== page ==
Frequently Asked Questions – Land Surveys in Crested Butte Colorado
What does a surveyor do?
In the State of Colorado, professional land surveying is subject to regulation to safeguard the welfare of the public and property. Professional land surveying means the application of special knowledge of principles of mathematics, methods of measurement, and law for the determination and preservation of land boundaries. Surveyors can also perform various types of land surveying, including construction layout, subdivision of larger parcels, topographic mapping, and writing land descriptions.
How do you become a surveyor?
In the State of Colorado, a licensed professional land surveyor must have 8-10 years of survey specific education and/or job experience. Furthermore, a surveyor must pass two national board exams and a state-specific exam in order to become licensed.
What is an ILC? Why do I need an Improvement Location Certificate?
In the State of Colorado, an Improvement Location Certificate (ILC) is a map prepared by a licensed land surveyor to show the visible improvements on a particular parcel of land. An ILC is typically used in real estate transactions to allow Title Companies, Lenders, and Municipalities to verify what has been built on a parcel of land. An ILC usually shows the position of a house, driveway, and visible utilities as they relate to the parcel’s boundary.
What is an Improvement Survey Plat?
In the State of Colorado, an Improvement Survey Plat is a “monumented land survey” showing all visible improvements situated on a particular parcel and within five feet of the boundaries of said parcel. A “monumented land survey” is a boundary survey in which all monuments are either found or set. If monuments are set in a platted subdivision older than 20 years old, a surveyor must also file a “Land Survey Plat” with the County Clerk Recorder’s office.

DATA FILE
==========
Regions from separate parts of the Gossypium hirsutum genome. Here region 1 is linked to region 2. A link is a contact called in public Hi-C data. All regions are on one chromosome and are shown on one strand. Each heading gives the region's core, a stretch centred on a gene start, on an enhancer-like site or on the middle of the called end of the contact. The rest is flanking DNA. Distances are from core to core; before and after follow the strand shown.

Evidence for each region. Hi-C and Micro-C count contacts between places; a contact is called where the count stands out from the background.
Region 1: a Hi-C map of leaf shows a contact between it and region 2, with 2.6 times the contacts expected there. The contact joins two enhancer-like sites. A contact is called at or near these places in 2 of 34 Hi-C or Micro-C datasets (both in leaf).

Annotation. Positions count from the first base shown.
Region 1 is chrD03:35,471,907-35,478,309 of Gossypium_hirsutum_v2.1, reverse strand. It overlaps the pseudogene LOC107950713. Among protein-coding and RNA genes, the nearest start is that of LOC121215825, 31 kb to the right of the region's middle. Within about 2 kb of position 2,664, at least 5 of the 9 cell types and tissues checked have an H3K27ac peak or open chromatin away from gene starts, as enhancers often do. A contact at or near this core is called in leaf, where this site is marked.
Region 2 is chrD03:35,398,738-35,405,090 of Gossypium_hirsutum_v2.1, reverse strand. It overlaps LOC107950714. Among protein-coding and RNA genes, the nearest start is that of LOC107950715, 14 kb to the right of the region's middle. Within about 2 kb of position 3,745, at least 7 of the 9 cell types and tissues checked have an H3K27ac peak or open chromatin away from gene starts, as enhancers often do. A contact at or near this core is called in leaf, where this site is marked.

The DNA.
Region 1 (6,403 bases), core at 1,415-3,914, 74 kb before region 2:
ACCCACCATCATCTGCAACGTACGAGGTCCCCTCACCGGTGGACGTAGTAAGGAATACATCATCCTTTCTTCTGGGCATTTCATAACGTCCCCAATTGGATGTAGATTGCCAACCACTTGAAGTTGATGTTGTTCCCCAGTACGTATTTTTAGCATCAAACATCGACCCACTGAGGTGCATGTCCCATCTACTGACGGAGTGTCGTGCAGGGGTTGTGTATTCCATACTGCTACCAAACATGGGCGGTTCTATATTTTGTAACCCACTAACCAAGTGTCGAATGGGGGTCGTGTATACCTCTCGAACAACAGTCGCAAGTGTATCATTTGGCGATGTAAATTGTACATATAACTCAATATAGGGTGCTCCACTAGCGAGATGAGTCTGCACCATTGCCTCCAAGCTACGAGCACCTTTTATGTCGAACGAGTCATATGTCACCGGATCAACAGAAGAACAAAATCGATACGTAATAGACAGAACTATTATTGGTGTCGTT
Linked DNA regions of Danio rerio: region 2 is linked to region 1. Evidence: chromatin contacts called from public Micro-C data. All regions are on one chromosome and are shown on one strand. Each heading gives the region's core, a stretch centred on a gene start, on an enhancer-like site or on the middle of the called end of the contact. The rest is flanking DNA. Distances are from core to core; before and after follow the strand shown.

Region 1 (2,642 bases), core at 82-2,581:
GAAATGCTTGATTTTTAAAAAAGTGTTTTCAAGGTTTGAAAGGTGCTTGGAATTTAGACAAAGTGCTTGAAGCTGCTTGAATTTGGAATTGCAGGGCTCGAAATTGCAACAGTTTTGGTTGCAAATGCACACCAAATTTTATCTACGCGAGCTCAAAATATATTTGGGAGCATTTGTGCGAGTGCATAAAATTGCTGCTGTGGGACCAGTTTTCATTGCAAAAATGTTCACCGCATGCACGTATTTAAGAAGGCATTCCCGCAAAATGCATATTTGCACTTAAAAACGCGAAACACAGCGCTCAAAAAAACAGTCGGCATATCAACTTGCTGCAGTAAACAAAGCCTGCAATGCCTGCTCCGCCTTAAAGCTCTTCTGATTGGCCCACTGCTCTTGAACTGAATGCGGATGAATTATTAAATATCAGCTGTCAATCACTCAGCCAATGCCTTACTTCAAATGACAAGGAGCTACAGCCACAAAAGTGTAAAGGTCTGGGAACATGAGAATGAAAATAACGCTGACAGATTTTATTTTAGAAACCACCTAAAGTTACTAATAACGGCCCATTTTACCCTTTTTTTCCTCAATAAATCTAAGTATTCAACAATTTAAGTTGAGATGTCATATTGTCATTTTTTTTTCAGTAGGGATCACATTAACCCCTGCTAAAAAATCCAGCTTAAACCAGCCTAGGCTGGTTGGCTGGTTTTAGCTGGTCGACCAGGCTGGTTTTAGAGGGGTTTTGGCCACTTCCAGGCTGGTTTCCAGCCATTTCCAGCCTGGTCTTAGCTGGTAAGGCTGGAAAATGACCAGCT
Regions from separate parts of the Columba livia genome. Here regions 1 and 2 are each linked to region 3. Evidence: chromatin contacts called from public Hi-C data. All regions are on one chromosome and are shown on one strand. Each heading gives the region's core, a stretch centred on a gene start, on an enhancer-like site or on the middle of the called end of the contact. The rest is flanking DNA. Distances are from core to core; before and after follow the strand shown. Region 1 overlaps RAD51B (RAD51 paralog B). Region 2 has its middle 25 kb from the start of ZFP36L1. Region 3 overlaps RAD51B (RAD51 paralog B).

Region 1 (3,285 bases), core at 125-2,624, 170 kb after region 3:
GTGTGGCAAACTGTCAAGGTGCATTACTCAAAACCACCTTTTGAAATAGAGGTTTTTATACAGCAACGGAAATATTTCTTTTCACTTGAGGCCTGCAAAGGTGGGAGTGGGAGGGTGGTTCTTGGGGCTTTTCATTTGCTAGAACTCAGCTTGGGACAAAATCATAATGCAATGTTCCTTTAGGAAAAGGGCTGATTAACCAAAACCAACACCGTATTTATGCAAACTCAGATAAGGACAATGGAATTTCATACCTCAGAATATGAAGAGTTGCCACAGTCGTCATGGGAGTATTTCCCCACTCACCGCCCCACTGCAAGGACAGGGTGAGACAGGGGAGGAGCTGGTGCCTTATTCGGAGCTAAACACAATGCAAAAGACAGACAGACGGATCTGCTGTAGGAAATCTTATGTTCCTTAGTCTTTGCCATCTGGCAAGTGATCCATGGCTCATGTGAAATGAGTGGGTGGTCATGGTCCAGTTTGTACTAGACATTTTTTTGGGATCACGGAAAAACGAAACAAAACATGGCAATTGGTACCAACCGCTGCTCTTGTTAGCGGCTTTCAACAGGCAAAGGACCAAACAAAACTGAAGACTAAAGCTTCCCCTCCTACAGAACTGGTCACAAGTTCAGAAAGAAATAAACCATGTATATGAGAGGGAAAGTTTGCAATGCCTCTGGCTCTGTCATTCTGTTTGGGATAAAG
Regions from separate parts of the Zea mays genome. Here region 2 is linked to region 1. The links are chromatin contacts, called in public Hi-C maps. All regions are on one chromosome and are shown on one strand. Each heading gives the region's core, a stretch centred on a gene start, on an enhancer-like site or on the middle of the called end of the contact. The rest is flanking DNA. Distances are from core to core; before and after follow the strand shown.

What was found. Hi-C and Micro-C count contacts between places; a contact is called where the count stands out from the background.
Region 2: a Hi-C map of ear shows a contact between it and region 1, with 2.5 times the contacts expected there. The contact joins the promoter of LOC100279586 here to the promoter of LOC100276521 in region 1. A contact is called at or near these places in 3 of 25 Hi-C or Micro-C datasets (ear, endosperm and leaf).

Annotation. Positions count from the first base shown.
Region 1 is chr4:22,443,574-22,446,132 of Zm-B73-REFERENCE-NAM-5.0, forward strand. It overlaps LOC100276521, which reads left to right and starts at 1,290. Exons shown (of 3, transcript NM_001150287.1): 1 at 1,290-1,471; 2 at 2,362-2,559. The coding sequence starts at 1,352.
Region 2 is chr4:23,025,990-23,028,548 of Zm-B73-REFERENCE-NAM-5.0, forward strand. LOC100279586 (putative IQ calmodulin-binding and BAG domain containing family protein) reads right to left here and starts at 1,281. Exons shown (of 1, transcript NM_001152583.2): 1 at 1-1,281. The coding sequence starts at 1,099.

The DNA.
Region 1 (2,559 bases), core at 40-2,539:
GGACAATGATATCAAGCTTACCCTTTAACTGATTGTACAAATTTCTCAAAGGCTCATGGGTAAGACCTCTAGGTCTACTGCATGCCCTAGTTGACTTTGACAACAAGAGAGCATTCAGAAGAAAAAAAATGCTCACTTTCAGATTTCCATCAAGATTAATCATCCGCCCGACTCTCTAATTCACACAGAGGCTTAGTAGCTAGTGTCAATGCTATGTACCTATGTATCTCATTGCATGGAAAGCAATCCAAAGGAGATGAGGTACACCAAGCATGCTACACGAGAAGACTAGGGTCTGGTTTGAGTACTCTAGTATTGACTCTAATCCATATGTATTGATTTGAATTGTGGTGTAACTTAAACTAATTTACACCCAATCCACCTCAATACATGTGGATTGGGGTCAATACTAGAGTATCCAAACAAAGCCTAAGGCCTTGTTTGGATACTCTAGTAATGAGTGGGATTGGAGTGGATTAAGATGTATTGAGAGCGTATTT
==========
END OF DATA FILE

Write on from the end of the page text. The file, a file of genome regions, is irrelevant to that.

What is an ALTA survey?
An ALTA survey is a “monumented land survey” showing all visible improvements situated on a particular parcel of land and within five feet of the boundaries of said parcel. The required details of an ALTA survey are published and regulated by the American Land title Association and the National Society of Professional Surveyors. A “monumented land survey” is a boundary survey in which all monuments are either found or set. If monuments are set in a platted subdivision older than 20 years old, a surveyor must also file a “Land Survey Plat” with the County Clerk Recorder’s office.
What is a Topo or Topographic survey? Why do I need this?
A topographic survey is typically a survey map that shows all visible improvements situated on a particular parcel of land and its contour lines. Contour lines are lines of equal elevation; the steeper the slope of the land, the closer contour lines are drawn to each other. A topographic map is a valuable design tool for architects and engineers to design future improvements in three-dimensions. Often, the cost of a topographic survey saves money by solving issues before they become time-consuming problems during construction.
What about a mine claim? Can you find the boundary monuments of my mining claim?